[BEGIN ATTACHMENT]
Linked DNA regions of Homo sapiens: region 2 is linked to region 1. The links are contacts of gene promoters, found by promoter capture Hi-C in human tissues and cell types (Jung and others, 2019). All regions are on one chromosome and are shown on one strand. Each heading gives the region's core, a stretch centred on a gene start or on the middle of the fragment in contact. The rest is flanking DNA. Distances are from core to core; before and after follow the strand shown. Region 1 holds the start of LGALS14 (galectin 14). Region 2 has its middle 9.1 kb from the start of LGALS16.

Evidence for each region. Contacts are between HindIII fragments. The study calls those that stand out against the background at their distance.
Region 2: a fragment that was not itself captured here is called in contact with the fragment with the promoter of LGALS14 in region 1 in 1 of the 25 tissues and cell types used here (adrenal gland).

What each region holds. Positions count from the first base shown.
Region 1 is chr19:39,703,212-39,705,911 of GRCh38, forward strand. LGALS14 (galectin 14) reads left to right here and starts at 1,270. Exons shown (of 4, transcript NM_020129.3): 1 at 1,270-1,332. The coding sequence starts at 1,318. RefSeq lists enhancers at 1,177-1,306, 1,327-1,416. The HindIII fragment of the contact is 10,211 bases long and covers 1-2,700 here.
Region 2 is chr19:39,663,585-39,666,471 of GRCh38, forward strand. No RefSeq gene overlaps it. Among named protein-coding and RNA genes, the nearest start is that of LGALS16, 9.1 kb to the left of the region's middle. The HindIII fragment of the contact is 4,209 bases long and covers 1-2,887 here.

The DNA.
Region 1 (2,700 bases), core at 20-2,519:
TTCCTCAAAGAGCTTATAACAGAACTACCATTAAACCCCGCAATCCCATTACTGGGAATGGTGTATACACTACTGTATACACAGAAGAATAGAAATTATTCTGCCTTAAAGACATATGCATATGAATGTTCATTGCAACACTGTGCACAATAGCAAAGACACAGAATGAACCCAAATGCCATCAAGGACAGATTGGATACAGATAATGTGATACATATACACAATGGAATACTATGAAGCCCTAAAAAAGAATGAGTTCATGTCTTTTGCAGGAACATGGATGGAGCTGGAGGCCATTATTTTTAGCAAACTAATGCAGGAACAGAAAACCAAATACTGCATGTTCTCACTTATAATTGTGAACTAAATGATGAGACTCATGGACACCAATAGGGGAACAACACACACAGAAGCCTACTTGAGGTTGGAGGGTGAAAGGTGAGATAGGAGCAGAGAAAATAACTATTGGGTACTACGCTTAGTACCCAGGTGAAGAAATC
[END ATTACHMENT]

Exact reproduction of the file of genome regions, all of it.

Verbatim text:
Linked DNA regions of Homo sapiens: region 2 is linked to region 1. The links are contacts of gene promoters, found by promoter capture Hi-C in human tissues and cell types (Jung and others, 2019). All regions are on one chromosome and are shown on one strand. Each heading gives the region's core, a stretch centred on a gene start or on the middle of the fragment in contact. The rest is flanking DNA. Distances are from core to core; before and after follow the strand shown. Region 1 holds the start of LGALS14 (galectin 14). Region 2 has its middle 9.1 kb from the start of LGALS16.

Evidence for each region. Contacts are between HindIII fragments. The study calls those that stand out against the background at their distance.
Region 2: a fragment that was not itself captured here is called in contact with the fragment with the promoter of LGALS14 in region 1 in 1 of the 25 tissues and cell types used here (adrenal gland).

What each region holds. Positions count from the first base shown.
Region 1 is chr19:39,703,212-39,705,911 of GRCh38, forward strand. LGALS14 (galectin 14) reads left to right here and starts at 1,270. Exons shown (of 4, transcript NM_020129.3): 1 at 1,270-1,332. The coding sequence starts at 1,318. RefSeq lists enhancers at 1,177-1,306, 1,327-1,416. The HindIII fragment of the contact is 10,211 bases long and covers 1-2,700 here.
Region 2 is chr19:39,663,585-39,666,471 of GRCh38, forward strand. No RefSeq gene overlaps it. Among named protein-coding and RNA genes, the nearest start is that of LGALS16, 9.1 kb to the left of the region's middle. The HindIII fragment of the contact is 4,209 bases long and covers 1-2,887 here.

The DNA.
Region 1 (2,700 bases), core at 20-2,519:
TTCCTCAAAGAGCTTATAACAGAACTACCATTAAACCCCGCAATCCCATTACTGGGAATGGTGTATACACTACTGTATACACAGAAGAATAGAAATTATTCTGCCTTAAAGACATATGCATATGAATGTTCATTGCAACACTGTGCACAATAGCAAAGACACAGAATGAACCCAAATGCCATCAAGGACAGATTGGATACAGATAATGTGATACATATACACAATGGAATACTATGAAGCCCTAAAAAAGAATGAGTTCATGTCTTTTGCAGGAACATGGATGGAGCTGGAGGCCATTATTTTTAGCAAACTAATGCAGGAACAGAAAACCAAATACTGCATGTTCTCACTTATAATTGTGAACTAAATGATGAGACTCATGGACACCAATAGGGGAACAACACACACAGAAGCCTACTTGAGGTTGGAGGGTGAAAGGTGAGATAGGAGCAGAGAAAATAACTATTGGGTACTACGCTTAGTACCCAGGTGAAGAAATC